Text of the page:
Paradigms of AI Programming Source Code
This project contains the Lisp source code for the book "Paradigms of Artificial Intelligence Programming" by Peter Norvig. The code is offered as open source freeware under this License. In addition, code was divided into packages and additional comments was added.
git clonethe source code from the github repository.
You must have a lisp compiler/interpreter (project is tested with SBCL).
quicklispshould be configured
To test all the code, start lisp in the project directory and do the following at the interactive prompt:
(ql:quickload :study-paip) (tutor:do-examples :all)
This should print out a long list of inputs and outputs, and the last output should be the total number of errors. If all goes well, this should be "0" (zero).
If you would like to run the examples for just a given chapter, you can do that
as well. For instance, once you have done
(ql:quickload :study-paip), this will
execute the examples for Chapter 3:
(tutor:do-chapter 3 *standard-output*)
In some chapters there are many versions of the program. Examples to this attempts are marked with a second digit. For example for Chapter 4 if you want to run first naive approach:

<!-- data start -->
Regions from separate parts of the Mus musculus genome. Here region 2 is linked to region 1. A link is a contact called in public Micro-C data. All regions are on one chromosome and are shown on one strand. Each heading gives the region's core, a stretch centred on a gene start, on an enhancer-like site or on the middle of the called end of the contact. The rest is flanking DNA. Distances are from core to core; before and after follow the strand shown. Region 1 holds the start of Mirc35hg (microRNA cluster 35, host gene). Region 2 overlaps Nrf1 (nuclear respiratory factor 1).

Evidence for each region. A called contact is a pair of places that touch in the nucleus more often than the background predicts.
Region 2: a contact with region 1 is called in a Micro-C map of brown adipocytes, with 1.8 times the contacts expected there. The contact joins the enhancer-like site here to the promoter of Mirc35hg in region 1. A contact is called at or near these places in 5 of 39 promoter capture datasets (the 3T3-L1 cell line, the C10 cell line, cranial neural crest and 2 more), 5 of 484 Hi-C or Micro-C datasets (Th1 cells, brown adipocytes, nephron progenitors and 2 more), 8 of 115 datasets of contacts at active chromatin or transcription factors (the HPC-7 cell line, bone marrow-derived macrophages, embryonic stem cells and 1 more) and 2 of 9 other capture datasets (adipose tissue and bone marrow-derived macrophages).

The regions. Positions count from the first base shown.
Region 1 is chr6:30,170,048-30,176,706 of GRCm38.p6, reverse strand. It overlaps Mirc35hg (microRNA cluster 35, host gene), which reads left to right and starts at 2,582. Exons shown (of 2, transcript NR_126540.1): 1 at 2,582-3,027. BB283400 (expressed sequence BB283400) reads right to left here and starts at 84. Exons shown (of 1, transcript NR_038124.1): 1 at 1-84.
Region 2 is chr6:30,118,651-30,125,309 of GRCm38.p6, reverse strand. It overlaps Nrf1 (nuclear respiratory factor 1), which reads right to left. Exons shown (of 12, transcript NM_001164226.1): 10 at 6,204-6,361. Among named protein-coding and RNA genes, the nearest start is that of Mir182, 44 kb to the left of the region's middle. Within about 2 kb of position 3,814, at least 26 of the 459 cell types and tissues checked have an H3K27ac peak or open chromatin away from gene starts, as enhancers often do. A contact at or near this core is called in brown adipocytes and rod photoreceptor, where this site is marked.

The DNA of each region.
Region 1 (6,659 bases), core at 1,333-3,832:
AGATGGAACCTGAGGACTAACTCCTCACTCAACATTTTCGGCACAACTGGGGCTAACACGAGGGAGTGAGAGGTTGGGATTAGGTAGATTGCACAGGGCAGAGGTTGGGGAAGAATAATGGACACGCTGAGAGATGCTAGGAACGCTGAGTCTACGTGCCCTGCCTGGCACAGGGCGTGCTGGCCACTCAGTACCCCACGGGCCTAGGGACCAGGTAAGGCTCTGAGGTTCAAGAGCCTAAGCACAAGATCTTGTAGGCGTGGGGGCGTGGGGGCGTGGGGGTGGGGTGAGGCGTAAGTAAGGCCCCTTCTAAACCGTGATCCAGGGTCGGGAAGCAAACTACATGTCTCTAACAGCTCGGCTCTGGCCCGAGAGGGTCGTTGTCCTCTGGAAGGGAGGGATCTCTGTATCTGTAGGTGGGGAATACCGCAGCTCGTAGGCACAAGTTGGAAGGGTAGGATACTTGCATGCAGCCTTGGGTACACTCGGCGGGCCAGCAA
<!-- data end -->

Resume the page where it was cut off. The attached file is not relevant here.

Final version is only with one digit:
NOTE: If you want to see output without packages names (not fully qualified) you have to go to the chapter first. For example Chapter 4:
(in-package :ch4-final) (tutor:do-examples 4)
It is possible to run set of examples:
(tutor:do-examples '(1 2))
Typical Study Session
Read chapter from end to end and try to follow author's thoughts:
- Why he choose to present data in this way?
- Why there is need to improve the implementation?
- How functions are tested?
- Search and try to remember Common Lisp idioms.
- Where ideas from the chapter could be used?
Go to the chapter package and run examples:
- Read how functions from chapter are called.
- After run read the examples output and notes.
Read my notes (Readme.md file) in the chapter directory.
study-paipand read lisp implementation:
- Use to use Slime shortcut
C-M-xto reload changed functions
- Use step to understand how it works.
- Read author notes in lisp code.
- Use to use Slime shortcut
Open exercises.lisp and try to understand solutions:
- Choose some exercises from book and try solve it.
- Place your solutions in exercises.lisp and use pcl-test framework to test your solutions.
Search reference/Readme.md for Common Lisp functions description.
Git Tags (work in progress)
Every chapter is a git tag(s):
$ git checkout ch1
will give you only files needed for chapter one.
What Lessons are in PAIP?
by Peter Norvig